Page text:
Let's stipulate that it was wrong of Rep. Joe Wilson, R-S.C., to shout "You lie" during President Obama's health care speech. It was a violation of courtesy and etiquette. Wilson apologized -- which is more than the Democrats who booed President Bush's State of the Union address in 2005 ever did.
But I confess that watching at home, similar expostulations were heard. Some seemed to have burst, irrepressible, from my own lips.
There was, for starters, this misleading assertion: " ... If you are among the hundreds of millions of Americans who already have health insurance through your job, or Medicare, or Medicaid, or the VA, nothing in this plan will require you or your employer to change the coverage or the doctor you have." Ah, shades of Clintonesque lawyerly evasion. No, it won't "require" you to change, but if the tax treatment changes (and Obama proposes, among other things, to tax high-end plans) and the public option is available, employers may choose to change their offerings and employees will then no longer get to keep their current insurance.
The president then adverted to "more than 30 million American citizens who cannot get coverage." As the Washington Examiner's Byron York notes, the 30 million figure represents a climb down from the president's oft-repeated claim (most recently in August) that there are "47 million uninsured in this country." (The president's track record on numbers is not inspiring. Remember his claim -- since debunked -- that medical expenses caused a bankruptcy every 30 seconds? Even ABC News called it "unsupportable.")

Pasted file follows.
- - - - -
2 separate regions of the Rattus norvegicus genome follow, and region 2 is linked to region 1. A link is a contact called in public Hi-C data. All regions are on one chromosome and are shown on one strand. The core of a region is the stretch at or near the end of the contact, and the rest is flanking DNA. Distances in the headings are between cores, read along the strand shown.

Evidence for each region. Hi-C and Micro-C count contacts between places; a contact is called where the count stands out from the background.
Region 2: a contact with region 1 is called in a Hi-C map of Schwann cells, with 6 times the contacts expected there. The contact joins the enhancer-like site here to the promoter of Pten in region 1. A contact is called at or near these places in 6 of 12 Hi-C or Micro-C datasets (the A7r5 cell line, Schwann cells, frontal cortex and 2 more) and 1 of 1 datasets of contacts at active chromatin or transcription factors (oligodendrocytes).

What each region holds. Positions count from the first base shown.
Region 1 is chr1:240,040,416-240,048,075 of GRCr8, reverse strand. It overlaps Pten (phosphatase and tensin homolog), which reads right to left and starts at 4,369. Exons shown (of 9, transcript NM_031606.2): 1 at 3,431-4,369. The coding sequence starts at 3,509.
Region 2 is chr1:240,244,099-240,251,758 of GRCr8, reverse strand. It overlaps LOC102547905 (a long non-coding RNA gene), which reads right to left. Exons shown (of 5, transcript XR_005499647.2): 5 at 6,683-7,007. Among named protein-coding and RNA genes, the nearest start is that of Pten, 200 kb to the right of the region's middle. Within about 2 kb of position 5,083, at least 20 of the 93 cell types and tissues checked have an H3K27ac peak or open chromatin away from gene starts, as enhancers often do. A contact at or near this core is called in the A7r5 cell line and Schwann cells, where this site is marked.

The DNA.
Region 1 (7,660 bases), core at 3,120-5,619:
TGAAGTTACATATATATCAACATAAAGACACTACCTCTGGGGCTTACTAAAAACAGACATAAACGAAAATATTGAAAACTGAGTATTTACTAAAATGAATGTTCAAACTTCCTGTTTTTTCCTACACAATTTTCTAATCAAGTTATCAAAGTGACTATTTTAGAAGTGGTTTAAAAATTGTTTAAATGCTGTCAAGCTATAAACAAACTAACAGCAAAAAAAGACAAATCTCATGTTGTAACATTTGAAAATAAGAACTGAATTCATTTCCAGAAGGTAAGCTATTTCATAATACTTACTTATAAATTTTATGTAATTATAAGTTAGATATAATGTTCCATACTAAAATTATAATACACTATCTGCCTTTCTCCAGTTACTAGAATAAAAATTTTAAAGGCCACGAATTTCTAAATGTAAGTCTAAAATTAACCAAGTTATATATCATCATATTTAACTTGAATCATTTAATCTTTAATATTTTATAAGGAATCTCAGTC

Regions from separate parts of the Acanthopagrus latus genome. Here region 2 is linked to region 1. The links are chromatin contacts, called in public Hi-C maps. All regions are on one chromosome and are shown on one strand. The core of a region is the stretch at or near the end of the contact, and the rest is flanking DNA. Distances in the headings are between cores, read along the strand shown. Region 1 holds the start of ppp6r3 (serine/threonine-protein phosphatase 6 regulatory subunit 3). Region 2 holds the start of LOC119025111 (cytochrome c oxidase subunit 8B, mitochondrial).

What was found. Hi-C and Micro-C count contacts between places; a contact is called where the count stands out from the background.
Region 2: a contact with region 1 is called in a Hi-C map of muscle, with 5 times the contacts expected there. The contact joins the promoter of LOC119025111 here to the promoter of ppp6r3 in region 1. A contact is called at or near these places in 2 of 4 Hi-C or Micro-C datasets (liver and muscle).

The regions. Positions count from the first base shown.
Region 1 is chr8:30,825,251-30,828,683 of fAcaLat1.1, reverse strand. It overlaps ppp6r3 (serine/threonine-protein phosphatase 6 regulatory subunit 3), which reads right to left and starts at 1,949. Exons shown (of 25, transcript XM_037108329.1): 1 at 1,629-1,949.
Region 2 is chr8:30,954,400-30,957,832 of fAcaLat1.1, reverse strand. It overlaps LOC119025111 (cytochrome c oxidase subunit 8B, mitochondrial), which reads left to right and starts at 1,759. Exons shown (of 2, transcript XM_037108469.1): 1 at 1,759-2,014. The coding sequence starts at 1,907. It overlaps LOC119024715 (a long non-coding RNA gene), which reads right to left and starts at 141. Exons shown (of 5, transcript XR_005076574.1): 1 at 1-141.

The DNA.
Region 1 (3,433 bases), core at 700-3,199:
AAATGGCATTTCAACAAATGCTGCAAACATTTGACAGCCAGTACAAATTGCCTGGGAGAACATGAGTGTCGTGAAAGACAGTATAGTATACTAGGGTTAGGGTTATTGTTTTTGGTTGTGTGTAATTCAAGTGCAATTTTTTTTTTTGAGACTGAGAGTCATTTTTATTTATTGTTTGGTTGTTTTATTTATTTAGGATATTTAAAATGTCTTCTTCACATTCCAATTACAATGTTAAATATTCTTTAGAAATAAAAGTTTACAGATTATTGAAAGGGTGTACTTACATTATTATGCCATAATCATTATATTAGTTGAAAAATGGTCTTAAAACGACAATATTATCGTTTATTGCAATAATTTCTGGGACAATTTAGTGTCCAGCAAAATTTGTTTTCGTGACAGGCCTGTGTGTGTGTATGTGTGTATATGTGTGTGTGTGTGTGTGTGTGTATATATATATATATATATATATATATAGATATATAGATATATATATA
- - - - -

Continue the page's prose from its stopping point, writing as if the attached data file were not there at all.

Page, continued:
Perhaps by downgrading to 30 million, President Obama is attempting to exclude an estimated 9.3 million illegal aliens. But look closely at the rest of the uninsured. According to Census and HHS data, 10 million have incomes more than 300 percent of the poverty line, meaning they could afford coverage but for some reason choose to forego it. And speaking of foregoing, 5 million are single childless adults between the ages of 18 and 34. An estimated 6.4 million are "Medicaid undercount," meaning they receive Medicaid or SCHIP but tell census takers otherwise. Another 4.3 million are eligible for Medicaid or other government health programs but have failed to enroll. That leaves just 10.6 million U.S. citizens below 300 percent of poverty, not eligible for an existing government program, and not between 18 and 34.
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